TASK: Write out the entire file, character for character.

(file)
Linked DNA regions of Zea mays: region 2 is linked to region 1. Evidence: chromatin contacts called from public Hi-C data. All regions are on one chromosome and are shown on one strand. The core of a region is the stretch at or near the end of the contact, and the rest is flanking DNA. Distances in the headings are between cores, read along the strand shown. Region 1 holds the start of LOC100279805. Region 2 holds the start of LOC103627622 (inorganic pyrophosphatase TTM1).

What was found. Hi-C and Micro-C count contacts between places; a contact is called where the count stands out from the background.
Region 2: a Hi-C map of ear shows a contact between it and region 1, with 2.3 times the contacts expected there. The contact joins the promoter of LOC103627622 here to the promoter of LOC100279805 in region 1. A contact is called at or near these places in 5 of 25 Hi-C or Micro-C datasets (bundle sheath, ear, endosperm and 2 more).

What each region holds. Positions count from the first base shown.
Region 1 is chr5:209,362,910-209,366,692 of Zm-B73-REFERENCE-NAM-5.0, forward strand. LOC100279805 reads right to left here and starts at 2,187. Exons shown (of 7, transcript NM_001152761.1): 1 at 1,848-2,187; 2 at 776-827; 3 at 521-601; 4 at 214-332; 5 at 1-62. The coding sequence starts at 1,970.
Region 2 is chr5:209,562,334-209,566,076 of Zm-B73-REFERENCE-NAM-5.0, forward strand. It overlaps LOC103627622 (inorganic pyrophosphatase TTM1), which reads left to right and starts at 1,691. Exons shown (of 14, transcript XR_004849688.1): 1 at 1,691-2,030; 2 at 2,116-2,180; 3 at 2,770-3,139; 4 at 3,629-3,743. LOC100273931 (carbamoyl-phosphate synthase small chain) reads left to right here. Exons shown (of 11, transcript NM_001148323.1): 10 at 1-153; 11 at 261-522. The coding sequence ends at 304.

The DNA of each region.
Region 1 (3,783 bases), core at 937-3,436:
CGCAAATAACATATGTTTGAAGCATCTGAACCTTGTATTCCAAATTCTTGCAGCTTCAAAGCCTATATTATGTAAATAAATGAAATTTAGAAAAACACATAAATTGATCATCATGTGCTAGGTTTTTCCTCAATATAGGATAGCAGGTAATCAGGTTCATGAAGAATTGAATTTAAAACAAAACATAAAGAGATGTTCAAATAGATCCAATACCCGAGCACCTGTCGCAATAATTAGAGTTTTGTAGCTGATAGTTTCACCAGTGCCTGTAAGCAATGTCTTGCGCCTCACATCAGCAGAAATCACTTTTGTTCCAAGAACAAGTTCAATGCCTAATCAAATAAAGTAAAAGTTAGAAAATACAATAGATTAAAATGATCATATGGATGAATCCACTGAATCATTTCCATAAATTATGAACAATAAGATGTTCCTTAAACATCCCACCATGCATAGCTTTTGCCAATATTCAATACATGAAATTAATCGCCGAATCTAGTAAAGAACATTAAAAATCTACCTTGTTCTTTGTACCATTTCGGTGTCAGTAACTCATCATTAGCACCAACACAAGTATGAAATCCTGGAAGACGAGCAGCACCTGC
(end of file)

Linked DNA regions of Zea mays: region 2 is linked to region 1. Evidence: chromatin contacts called from public Hi-C data. All regions are on one chromosome and are shown on one strand. The core of a region is the stretch at or near the end of the contact, and the rest is flanking DNA. Distances in the headings are between cores, read along the strand shown. Region 1 holds the start of LOC100279805. Region 2 holds the start of LOC103627622 (inorganic pyrophosphatase TTM1).

What was found. Hi-C and Micro-C count contacts between places; a contact is called where the count stands out from the background.
Region 2: a Hi-C map of ear shows a contact between it and region 1, with 2.3 times the contacts expected there. The contact joins the promoter of LOC103627622 here to the promoter of LOC100279805 in region 1. A contact is called at or near these places in 5 of 25 Hi-C or Micro-C datasets (bundle sheath, ear, endosperm and 2 more).

What each region holds. Positions count from the first base shown.
Region 1 is chr5:209,362,910-209,366,692 of Zm-B73-REFERENCE-NAM-5.0, forward strand. LOC100279805 reads right to left here and starts at 2,187. Exons shown (of 7, transcript NM_001152761.1): 1 at 1,848-2,187; 2 at 776-827; 3 at 521-601; 4 at 214-332; 5 at 1-62. The coding sequence starts at 1,970.
Region 2 is chr5:209,562,334-209,566,076 of Zm-B73-REFERENCE-NAM-5.0, forward strand. It overlaps LOC103627622 (inorganic pyrophosphatase TTM1), which reads left to right and starts at 1,691. Exons shown (of 14, transcript XR_004849688.1): 1 at 1,691-2,030; 2 at 2,116-2,180; 3 at 2,770-3,139; 4 at 3,629-3,743. LOC100273931 (carbamoyl-phosphate synthase small chain) reads left to right here. Exons shown (of 11, transcript NM_001148323.1): 10 at 1-153; 11 at 261-522. The coding sequence ends at 304.

The DNA of each region.
Region 1 (3,783 bases), core at 937-3,436:
CGCAAATAACATATGTTTGAAGCATCTGAACCTTGTATTCCAAATTCTTGCAGCTTCAAAGCCTATATTATGTAAATAAATGAAATTTAGAAAAACACATAAATTGATCATCATGTGCTAGGTTTTTCCTCAATATAGGATAGCAGGTAATCAGGTTCATGAAGAATTGAATTTAAAACAAAACATAAAGAGATGTTCAAATAGATCCAATACCCGAGCACCTGTCGCAATAATTAGAGTTTTGTAGCTGATAGTTTCACCAGTGCCTGTAAGCAATGTCTTGCGCCTCACATCAGCAGAAATCACTTTTGTTCCAAGAACAAGTTCAATGCCTAATCAAATAAAGTAAAAGTTAGAAAATACAATAGATTAAAATGATCATATGGATGAATCCACTGAATCATTTCCATAAATTATGAACAATAAGATGTTCCTTAAACATCCCACCATGCATAGCTTTTGCCAATATTCAATACATGAAATTAATCGCCGAATCTAGTAAAGAACATTAAAAATCTACCTTGTTCTTTGTACCATTTCGGTGTCAGTAACTCATCATTAGCACCAACACAAGTATGAAATCCTGGAAGACGAGCAGCACCTGC